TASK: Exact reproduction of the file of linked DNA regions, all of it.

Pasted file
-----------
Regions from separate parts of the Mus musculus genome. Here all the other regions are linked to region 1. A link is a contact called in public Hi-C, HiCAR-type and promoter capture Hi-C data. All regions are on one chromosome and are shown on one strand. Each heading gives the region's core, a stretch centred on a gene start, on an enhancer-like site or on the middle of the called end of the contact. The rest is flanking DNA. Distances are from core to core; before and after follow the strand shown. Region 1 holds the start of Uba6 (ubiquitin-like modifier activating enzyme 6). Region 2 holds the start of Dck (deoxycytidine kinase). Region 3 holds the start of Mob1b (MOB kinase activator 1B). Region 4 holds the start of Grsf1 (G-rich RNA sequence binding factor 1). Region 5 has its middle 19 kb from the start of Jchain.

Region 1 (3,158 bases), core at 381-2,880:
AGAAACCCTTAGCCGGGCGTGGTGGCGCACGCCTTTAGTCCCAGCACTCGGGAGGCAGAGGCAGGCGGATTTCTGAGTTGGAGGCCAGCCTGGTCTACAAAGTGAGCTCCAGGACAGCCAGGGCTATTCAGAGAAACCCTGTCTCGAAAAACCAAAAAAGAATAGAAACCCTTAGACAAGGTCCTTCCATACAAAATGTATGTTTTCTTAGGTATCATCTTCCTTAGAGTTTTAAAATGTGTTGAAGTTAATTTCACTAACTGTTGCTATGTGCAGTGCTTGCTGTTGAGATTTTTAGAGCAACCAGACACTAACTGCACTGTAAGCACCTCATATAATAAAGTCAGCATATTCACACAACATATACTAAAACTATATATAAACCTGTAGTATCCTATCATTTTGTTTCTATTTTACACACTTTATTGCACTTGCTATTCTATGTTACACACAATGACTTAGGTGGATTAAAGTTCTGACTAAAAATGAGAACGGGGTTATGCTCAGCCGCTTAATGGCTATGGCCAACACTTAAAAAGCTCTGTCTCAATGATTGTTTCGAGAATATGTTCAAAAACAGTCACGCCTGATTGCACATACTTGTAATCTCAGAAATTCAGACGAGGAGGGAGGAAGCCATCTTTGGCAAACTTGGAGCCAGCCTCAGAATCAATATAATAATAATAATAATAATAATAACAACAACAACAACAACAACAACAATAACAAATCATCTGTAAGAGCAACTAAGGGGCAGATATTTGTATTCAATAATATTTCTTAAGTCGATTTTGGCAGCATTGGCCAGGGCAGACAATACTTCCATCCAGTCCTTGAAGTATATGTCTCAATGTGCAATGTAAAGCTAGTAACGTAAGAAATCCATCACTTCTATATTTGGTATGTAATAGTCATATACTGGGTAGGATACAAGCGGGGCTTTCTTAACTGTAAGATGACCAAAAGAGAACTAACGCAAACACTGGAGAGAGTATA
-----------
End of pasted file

Regions from separate parts of the Mus musculus genome. Here all the other regions are linked to region 1. A link is a contact called in public Hi-C, HiCAR-type and promoter capture Hi-C data. All regions are on one chromosome and are shown on one strand. Each heading gives the region's core, a stretch centred on a gene start, on an enhancer-like site or on the middle of the called end of the contact. The rest is flanking DNA. Distances are from core to core; before and after follow the strand shown. Region 1 holds the start of Uba6 (ubiquitin-like modifier activating enzyme 6). Region 2 holds the start of Dck (deoxycytidine kinase). Region 3 holds the start of Mob1b (MOB kinase activator 1B). Region 4 holds the start of Grsf1 (G-rich RNA sequence binding factor 1). Region 5 has its middle 19 kb from the start of Jchain.

Region 1 (3,158 bases), core at 381-2,880:
AGAAACCCTTAGCCGGGCGTGGTGGCGCACGCCTTTAGTCCCAGCACTCGGGAGGCAGAGGCAGGCGGATTTCTGAGTTGGAGGCCAGCCTGGTCTACAAAGTGAGCTCCAGGACAGCCAGGGCTATTCAGAGAAACCCTGTCTCGAAAAACCAAAAAAGAATAGAAACCCTTAGACAAGGTCCTTCCATACAAAATGTATGTTTTCTTAGGTATCATCTTCCTTAGAGTTTTAAAATGTGTTGAAGTTAATTTCACTAACTGTTGCTATGTGCAGTGCTTGCTGTTGAGATTTTTAGAGCAACCAGACACTAACTGCACTGTAAGCACCTCATATAATAAAGTCAGCATATTCACACAACATATACTAAAACTATATATAAACCTGTAGTATCCTATCATTTTGTTTCTATTTTACACACTTTATTGCACTTGCTATTCTATGTTACACACAATGACTTAGGTGGATTAAAGTTCTGACTAAAAATGAGAACGGGGTTATGCTCAGCCGCTTAATGGCTATGGCCAACACTTAAAAAGCTCTGTCTCAATGATTGTTTCGAGAATATGTTCAAAAACAGTCACGCCTGATTGCACATACTTGTAATCTCAGAAATTCAGACGAGGAGGGAGGAAGCCATCTTTGGCAAACTTGGAGCCAGCCTCAGAATCAATATAATAATAATAATAATAATAATAACAACAACAACAACAACAACAACAATAACAAATCATCTGTAAGAGCAACTAAGGGGCAGATATTTGTATTCAATAATATTTCTTAAGTCGATTTTGGCAGCATTGGCCAGGGCAGACAATACTTCCATCCAGTCCTTGAAGTATATGTCTCAATGTGCAATGTAAAGCTAGTAACGTAAGAAATCCATCACTTCTATATTTGGTATGTAATAGTCATATACTGGGTAGGATACAAGCGGGGCTTTCTTAACTGTAAGATGACCAAAAGAGAACTAACGCAAACACTGGAGAGAGTATA